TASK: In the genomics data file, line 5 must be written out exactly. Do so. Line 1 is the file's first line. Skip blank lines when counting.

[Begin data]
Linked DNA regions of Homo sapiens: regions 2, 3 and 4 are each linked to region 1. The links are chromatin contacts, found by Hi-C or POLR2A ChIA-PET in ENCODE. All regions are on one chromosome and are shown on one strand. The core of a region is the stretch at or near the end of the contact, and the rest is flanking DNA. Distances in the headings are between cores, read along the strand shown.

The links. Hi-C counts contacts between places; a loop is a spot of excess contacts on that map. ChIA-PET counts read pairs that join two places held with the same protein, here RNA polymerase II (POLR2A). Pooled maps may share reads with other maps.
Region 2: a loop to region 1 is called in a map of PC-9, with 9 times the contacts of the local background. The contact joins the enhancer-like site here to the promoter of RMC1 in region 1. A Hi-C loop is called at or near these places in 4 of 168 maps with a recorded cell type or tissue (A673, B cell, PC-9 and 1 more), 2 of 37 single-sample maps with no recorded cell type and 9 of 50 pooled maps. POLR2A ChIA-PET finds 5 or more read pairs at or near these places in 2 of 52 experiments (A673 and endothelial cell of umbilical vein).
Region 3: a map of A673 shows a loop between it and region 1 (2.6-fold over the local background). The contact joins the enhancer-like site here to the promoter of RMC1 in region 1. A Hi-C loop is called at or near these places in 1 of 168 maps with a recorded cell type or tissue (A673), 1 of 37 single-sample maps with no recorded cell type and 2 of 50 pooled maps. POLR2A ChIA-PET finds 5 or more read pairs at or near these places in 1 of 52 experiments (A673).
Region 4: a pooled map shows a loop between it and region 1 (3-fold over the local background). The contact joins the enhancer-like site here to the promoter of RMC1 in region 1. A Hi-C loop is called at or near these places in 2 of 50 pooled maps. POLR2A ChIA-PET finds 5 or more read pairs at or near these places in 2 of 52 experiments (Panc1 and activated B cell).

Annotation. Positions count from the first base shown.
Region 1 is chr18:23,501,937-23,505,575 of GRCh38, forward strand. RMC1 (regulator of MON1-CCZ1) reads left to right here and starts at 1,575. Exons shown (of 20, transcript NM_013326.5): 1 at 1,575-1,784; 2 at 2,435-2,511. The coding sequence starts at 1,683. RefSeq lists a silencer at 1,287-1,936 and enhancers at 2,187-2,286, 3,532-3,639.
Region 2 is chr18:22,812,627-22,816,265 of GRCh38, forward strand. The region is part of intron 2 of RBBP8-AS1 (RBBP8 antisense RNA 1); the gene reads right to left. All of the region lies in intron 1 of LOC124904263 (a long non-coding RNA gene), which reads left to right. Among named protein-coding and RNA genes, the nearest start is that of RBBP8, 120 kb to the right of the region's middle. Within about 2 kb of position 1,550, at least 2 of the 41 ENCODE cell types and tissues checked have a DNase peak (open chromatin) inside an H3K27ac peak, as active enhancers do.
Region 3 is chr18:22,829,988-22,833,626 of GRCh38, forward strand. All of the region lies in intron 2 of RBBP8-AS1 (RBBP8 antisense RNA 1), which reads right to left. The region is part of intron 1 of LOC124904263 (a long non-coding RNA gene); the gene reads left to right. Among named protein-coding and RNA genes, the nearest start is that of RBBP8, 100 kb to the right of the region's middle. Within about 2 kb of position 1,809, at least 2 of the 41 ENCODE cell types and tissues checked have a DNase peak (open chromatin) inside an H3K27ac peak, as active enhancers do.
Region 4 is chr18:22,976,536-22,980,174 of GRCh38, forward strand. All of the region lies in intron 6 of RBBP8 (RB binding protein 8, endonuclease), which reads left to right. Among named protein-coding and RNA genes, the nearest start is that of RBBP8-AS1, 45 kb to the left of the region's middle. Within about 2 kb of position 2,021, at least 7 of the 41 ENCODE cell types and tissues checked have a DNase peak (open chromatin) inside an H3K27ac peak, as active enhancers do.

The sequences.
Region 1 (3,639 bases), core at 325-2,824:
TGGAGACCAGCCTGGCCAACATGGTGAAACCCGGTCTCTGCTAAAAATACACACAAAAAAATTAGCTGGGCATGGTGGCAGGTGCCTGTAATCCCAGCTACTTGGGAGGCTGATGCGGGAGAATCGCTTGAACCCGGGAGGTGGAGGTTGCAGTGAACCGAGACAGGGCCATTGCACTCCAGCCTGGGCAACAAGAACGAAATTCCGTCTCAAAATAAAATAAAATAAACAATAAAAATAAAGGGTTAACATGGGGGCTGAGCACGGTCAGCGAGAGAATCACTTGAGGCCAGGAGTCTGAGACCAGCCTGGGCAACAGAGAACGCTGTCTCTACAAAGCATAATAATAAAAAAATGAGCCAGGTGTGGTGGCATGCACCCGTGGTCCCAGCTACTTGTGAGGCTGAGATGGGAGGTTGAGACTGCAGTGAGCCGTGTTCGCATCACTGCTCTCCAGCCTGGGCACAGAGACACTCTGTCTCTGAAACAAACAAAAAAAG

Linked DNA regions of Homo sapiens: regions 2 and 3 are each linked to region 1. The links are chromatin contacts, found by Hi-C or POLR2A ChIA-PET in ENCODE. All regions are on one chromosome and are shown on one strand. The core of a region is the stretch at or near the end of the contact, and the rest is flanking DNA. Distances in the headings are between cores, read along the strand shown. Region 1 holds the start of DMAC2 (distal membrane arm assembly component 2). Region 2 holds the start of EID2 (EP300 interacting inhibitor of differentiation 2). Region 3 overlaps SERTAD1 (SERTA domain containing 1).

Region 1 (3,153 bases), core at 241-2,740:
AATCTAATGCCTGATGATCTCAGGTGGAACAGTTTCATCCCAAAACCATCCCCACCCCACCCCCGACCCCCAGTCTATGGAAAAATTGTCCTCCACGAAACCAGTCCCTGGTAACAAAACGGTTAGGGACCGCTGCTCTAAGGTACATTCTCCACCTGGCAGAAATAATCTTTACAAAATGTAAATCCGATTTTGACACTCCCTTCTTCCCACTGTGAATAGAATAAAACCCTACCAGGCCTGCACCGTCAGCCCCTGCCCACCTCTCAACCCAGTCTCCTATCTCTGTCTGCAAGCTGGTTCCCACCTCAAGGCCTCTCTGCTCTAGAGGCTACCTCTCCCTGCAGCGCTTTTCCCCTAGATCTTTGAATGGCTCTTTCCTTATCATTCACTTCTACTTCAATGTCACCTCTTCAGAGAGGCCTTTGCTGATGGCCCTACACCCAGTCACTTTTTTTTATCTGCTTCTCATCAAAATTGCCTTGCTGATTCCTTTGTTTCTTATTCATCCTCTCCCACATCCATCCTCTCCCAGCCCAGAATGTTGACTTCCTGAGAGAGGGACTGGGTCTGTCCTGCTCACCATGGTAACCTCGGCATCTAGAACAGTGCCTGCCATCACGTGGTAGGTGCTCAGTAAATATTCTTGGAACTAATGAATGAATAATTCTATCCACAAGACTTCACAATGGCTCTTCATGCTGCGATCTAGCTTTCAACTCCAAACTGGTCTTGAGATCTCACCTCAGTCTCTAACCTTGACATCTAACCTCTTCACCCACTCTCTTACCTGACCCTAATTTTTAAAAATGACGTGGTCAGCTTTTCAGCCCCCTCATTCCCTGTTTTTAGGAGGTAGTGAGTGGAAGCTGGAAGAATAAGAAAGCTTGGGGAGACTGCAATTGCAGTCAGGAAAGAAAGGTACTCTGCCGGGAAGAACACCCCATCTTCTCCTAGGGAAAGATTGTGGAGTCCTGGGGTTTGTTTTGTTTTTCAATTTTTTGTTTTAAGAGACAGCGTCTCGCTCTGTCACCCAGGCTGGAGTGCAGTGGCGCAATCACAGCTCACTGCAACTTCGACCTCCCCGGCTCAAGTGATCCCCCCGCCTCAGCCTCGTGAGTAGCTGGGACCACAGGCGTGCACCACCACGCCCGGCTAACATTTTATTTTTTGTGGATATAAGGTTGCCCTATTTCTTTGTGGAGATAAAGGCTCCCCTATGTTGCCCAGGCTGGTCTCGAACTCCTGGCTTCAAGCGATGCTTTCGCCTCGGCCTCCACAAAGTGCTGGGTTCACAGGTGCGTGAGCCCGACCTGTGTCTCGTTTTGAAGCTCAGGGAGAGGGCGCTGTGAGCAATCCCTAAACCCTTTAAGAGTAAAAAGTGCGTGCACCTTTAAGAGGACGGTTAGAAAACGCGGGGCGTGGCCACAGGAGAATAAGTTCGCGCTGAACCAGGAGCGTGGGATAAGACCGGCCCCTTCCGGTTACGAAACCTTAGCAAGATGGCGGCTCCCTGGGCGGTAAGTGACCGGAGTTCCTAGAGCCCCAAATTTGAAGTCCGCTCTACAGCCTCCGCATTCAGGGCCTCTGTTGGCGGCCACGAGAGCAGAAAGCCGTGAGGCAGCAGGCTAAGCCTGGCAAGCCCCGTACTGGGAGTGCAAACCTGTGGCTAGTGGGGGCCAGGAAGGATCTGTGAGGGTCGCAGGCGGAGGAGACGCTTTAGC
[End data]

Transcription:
Region 4: a pooled map shows a loop between it and region 1 (3-fold over the local background). The contact joins the enhancer-like site here to the promoter of RMC1 in region 1. A Hi-C loop is called at or near these places in 2 of 50 pooled maps. POLR2A ChIA-PET finds 5 or more read pairs at or near these places in 2 of 52 experiments (Panc1 and activated B cell).